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City of Ilwaco sued over vacation rental

Lawsuit may be moved into federal court



Published on August 8, 2018 10:42AM

A denied proposal to use this house on Ilwaco’s Reservoir Street as a vacation rental has spawned a lawsuit.


A denied proposal to use this house on Ilwaco’s Reservoir Street as a vacation rental has spawned a lawsuit.

ILWACO — A couple has filed a lawsuit against the city of Ilwaco, after being denied a vacation rental permit.

In March 2018, Lindsay and Shelley Yamane applied for a conditional-use permit for a house at 2144 Reservoir Road, which is near their residence on the same block in the city’s Sahalee subdivision above Baker Bay. The city council unanimously rejected the application in May.

The council denied the application because it found the Yamanes didn’t prove that the vacation rental wouldn’t cause problems for neighbors; one of the requirements for conditional use permits in Ilwaco.

City Planner Sam Rubin and the Ilwaco Planning Commission recommended approval of the permit after review. However, at a public hearing, citizens voiced disapproval of the permit. Changes were made to the permit based on public concerns. Rubin and the commission approved the permit a second time after the changes were made.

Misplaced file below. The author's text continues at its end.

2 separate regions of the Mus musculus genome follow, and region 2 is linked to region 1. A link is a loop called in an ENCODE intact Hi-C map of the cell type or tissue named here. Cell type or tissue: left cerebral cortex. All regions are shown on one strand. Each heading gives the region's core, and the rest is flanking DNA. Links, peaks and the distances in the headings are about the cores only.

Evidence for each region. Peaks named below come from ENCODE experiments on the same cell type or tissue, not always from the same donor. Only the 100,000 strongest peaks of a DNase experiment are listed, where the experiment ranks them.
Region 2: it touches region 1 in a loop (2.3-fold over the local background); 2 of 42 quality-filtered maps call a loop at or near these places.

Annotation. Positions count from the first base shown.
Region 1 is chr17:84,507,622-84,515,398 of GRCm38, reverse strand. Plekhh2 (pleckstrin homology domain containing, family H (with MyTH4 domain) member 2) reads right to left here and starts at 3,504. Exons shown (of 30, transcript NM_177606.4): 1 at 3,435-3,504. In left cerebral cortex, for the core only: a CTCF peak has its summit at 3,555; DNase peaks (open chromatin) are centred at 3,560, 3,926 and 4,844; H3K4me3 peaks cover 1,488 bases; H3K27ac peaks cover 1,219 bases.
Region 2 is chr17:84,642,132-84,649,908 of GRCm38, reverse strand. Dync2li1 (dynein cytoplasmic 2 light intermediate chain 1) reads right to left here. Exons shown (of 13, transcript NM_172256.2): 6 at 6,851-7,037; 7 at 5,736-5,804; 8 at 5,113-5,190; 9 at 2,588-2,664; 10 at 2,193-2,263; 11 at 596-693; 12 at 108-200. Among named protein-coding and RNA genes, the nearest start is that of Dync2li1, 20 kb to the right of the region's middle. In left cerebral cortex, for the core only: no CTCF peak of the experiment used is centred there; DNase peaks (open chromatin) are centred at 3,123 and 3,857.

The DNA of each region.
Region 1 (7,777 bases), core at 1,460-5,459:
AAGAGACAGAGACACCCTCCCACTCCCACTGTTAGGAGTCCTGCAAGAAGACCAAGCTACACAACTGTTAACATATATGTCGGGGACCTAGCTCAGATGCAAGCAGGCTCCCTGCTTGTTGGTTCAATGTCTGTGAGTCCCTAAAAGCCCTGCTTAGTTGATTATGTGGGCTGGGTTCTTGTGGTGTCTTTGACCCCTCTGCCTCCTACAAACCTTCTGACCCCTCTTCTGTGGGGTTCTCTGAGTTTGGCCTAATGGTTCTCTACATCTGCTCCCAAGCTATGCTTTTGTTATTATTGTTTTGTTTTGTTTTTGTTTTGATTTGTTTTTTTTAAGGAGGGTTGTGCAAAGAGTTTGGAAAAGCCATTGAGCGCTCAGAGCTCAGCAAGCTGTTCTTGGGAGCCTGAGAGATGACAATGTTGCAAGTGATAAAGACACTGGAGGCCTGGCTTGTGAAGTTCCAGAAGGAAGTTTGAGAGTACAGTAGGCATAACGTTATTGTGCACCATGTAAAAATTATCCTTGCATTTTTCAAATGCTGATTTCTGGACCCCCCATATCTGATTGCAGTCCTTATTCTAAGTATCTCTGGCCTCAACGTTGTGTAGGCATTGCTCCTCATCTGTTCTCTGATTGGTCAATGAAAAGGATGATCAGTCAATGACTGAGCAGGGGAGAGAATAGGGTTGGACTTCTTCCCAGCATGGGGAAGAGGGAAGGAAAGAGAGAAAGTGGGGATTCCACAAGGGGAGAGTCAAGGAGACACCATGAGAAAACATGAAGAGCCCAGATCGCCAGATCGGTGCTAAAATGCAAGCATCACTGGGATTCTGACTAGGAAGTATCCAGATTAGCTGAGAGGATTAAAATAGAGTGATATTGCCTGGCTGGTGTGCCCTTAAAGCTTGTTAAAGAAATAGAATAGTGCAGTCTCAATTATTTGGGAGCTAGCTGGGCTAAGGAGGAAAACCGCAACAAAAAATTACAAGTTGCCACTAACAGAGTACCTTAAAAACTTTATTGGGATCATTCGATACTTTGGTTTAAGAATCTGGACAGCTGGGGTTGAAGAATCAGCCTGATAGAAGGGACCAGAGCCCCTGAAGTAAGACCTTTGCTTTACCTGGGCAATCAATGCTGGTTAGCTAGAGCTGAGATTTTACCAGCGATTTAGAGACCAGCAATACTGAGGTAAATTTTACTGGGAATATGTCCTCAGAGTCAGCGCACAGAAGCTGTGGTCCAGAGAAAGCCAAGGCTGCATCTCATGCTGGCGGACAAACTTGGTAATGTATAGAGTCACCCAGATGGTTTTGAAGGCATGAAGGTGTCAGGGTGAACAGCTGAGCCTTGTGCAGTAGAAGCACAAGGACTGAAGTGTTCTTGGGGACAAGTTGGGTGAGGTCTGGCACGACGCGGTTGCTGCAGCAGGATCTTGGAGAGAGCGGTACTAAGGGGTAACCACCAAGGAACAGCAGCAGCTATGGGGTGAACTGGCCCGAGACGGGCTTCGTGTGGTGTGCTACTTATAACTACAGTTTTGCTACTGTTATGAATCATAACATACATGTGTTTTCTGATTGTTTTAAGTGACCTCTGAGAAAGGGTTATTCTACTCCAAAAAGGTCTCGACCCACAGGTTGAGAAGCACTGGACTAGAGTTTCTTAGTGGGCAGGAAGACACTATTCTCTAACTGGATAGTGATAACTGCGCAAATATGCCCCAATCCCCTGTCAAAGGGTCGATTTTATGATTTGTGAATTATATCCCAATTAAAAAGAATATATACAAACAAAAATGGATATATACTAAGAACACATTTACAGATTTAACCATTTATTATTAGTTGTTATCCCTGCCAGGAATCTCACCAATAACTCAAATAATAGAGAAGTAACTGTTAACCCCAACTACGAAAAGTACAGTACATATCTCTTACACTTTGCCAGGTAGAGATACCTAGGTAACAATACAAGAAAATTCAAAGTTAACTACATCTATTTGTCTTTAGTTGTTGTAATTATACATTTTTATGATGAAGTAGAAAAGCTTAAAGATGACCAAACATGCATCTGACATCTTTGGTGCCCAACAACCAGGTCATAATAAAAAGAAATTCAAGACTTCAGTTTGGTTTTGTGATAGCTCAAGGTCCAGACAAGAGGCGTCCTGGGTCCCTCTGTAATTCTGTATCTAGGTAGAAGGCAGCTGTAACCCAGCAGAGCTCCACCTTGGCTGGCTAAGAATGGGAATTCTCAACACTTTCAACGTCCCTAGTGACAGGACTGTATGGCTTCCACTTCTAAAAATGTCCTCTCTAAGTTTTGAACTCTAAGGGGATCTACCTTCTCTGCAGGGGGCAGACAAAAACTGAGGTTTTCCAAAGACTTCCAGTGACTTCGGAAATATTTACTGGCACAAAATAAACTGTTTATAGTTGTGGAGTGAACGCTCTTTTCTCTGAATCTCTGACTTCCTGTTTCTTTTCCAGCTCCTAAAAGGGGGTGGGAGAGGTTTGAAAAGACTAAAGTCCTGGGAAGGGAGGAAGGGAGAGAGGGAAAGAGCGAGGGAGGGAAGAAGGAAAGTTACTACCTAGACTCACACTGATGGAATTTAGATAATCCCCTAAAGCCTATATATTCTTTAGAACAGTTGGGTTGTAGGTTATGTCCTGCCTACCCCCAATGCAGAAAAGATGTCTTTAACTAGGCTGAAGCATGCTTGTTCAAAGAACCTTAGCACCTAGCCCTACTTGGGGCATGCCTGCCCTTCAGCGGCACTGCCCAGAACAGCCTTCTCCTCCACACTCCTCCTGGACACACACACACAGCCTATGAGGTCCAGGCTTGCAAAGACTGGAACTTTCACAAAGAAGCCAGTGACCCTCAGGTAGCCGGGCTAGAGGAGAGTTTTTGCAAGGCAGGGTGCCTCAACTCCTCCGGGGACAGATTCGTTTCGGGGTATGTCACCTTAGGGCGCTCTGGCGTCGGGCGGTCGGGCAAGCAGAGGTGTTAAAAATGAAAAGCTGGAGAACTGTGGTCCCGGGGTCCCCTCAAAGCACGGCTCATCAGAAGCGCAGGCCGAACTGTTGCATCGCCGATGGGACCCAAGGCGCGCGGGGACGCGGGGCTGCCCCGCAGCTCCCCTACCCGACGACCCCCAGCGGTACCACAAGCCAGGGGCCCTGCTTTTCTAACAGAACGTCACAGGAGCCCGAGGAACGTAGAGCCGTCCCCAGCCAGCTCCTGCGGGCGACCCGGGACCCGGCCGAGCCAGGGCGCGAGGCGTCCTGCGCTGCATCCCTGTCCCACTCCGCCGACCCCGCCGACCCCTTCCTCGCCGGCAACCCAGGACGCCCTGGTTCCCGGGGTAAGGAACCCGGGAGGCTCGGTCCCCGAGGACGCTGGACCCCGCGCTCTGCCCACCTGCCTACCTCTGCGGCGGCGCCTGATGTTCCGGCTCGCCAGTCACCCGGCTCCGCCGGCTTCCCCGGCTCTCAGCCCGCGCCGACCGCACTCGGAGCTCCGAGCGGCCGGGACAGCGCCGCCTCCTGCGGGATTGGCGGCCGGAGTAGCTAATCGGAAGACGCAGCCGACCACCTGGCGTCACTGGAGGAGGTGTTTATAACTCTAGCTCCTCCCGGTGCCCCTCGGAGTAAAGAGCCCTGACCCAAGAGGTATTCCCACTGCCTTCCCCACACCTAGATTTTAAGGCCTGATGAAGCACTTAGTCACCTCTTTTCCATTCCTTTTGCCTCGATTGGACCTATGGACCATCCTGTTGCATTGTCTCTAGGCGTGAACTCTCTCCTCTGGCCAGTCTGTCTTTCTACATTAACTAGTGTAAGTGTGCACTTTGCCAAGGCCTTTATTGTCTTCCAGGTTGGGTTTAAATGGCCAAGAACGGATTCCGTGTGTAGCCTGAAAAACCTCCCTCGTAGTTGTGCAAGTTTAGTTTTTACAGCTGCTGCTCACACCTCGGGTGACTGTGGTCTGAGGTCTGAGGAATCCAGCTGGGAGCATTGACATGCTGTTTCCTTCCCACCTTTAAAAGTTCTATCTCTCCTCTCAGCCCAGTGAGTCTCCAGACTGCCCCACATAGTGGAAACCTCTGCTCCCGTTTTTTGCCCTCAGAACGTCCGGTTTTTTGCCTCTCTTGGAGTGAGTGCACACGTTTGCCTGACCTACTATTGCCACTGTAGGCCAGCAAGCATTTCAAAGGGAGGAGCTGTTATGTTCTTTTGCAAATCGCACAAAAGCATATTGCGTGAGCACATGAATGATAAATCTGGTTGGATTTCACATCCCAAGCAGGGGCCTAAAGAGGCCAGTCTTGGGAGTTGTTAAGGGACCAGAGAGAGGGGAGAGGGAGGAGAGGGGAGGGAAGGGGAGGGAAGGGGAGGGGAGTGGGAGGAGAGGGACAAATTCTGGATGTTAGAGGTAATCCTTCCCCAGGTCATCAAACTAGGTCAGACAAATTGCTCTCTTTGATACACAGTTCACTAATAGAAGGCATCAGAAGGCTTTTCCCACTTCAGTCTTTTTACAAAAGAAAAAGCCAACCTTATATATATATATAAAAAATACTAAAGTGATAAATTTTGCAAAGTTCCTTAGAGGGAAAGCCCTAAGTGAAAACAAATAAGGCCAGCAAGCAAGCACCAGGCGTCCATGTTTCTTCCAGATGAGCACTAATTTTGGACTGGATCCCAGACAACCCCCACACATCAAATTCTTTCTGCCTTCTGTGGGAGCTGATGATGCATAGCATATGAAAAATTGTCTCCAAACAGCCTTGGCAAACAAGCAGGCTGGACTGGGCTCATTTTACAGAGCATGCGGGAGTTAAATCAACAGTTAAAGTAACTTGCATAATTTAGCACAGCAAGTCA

The Yamanes allege the city did not adhere to city code. The lawsuit claims the council violated the Yamanes’ right to due process, meaning fair treatment through the judicial system.

The Yamanes also allege that former council member Fred Marshall, who resigned from his position in June, “pre-decided” the case before the application hearing.

Marshall allegedly communicated with citizens who were opposed to the permit before the council hearing on the project. He also brought a memo to council members which suggested specific language that could be used to deny the Yamanes’ application, according to the lawsuit.

The Yamanes’ application resulted in a multitude of reactions from neighbors and other community members. Some were vocally opposed, while others signed statements of support for the conditional-use permit.

Among other things, opponents worried that the vacation house might cause a shortage of parking spaces, or lead to a slew of new vacation rentals in the area.

Among those opposing the permit are residents of Ilwaco’s Discovery Heights gated subdivision, which borders Sahalee to the south. Discovery Heights was developed by a partnership that includes Marshall’s brother, Rich. Owners of individual homes in Discovery Heights have expressed concern about vacationers wandering through the subdivision to access the nearby Beards Hollow portion of Cape Disappointment State Park.

The proposed rental property, which can accommodate up to eight people, would be run by the international rentals company Vacasa.

The lawsuit states that some of the individuals who spoke against the vacation rental live outside the immediate vicinity. It also notes that only the Yamanes and their neighbor can park on their property, so no one else would be affected by guests parking there.

The Yamanes and the city of Ilwaco are in the process of determining whether the lawsuit should proceed in Pacific County Superior Court, or the federal U.S. District Court in Tacoma.


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